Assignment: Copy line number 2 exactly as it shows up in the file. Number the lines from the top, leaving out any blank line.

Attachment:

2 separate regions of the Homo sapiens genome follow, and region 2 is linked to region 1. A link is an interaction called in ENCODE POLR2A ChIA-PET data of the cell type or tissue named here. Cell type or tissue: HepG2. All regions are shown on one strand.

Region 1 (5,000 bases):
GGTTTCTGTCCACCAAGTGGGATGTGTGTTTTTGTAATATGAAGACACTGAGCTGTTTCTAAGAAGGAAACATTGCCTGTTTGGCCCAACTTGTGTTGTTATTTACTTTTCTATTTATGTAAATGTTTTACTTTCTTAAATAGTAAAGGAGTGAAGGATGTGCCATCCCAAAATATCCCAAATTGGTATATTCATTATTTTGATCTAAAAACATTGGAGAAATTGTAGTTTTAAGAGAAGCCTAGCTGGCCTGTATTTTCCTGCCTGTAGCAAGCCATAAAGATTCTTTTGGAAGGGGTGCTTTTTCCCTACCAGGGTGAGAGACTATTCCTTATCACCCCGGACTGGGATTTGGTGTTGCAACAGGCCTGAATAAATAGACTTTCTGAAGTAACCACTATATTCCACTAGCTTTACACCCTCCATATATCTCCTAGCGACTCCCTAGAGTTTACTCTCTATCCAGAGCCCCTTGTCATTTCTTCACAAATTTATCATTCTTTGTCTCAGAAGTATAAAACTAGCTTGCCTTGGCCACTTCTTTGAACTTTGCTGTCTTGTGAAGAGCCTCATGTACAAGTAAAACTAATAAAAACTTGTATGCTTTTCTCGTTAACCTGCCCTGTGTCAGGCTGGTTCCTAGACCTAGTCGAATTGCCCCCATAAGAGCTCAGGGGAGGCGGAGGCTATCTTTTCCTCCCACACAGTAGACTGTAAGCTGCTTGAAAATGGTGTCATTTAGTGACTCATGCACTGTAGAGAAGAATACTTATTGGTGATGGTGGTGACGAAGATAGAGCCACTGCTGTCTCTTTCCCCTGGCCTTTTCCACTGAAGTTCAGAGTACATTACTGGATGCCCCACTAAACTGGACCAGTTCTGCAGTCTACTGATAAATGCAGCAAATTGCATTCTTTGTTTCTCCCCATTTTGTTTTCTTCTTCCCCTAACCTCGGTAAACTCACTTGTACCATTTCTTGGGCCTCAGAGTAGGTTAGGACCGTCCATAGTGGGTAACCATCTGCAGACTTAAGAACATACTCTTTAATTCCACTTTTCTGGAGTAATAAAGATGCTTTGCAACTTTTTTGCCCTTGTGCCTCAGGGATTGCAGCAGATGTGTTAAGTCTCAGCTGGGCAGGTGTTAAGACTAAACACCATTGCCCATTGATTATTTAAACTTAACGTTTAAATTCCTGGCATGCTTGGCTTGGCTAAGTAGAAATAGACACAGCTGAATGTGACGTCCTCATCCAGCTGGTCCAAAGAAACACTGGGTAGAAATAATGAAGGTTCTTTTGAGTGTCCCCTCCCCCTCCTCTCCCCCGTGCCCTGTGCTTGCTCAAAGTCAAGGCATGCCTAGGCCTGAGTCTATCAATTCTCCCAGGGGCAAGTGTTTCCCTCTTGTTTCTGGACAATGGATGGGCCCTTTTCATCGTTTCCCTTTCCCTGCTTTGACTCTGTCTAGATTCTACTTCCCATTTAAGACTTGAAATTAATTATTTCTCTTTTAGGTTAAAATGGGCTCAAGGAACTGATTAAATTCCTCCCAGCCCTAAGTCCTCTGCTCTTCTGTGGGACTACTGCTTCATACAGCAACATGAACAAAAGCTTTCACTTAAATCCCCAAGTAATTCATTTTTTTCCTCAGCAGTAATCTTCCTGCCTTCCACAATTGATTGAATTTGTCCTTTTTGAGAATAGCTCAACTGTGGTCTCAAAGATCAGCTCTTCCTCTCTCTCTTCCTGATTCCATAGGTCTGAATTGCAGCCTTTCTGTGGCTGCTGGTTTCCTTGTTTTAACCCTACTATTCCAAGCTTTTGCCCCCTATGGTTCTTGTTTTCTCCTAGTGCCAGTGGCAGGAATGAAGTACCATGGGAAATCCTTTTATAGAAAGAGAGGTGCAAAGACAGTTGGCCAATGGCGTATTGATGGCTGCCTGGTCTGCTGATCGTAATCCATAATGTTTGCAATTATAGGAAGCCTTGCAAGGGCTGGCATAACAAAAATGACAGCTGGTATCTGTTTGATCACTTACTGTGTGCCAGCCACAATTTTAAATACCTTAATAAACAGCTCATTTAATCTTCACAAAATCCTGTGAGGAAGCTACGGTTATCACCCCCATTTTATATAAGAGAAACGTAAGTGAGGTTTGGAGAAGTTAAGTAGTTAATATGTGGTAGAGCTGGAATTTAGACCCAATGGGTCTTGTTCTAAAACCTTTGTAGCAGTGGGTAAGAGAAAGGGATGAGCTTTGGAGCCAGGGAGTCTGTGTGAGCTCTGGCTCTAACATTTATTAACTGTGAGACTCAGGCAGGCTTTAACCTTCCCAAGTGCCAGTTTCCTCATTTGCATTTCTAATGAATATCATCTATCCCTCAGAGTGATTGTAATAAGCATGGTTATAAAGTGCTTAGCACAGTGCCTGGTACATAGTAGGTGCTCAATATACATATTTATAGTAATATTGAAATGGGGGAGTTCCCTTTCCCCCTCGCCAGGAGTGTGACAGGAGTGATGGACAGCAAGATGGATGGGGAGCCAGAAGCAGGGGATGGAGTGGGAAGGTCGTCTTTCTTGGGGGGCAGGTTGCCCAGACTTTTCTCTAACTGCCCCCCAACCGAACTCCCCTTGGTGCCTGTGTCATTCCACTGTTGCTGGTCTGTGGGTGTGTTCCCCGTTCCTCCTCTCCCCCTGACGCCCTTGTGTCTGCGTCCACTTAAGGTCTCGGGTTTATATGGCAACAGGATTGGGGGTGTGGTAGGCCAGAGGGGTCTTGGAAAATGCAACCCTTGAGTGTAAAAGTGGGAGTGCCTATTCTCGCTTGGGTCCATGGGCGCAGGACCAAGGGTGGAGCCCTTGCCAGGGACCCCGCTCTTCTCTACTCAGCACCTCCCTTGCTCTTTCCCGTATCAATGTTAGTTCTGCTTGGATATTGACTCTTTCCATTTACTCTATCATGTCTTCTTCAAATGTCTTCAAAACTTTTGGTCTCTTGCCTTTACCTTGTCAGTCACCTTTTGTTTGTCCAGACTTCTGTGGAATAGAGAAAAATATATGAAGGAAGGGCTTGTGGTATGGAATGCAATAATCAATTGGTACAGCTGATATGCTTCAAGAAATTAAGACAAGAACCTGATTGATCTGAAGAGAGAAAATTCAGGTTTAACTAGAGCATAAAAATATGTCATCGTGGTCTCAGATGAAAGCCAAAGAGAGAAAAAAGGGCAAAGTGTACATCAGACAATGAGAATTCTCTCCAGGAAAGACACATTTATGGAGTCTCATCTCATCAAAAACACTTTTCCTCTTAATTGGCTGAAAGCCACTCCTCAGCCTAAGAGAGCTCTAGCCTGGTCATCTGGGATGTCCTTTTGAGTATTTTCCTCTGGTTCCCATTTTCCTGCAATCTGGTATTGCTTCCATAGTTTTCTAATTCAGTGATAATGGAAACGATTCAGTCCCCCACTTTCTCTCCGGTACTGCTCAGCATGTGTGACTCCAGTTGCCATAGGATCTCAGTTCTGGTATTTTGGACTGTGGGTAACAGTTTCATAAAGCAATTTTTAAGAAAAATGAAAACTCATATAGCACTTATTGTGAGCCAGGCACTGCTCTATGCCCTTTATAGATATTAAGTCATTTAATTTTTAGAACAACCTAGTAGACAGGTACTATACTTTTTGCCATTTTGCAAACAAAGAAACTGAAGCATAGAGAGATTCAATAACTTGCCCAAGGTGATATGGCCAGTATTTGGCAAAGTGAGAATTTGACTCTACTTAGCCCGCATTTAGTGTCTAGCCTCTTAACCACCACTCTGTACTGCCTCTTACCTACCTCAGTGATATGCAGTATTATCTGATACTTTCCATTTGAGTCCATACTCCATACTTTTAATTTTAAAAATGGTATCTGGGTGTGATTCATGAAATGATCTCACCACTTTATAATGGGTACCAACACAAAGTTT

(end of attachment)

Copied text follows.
Region 1 (5,000 bases):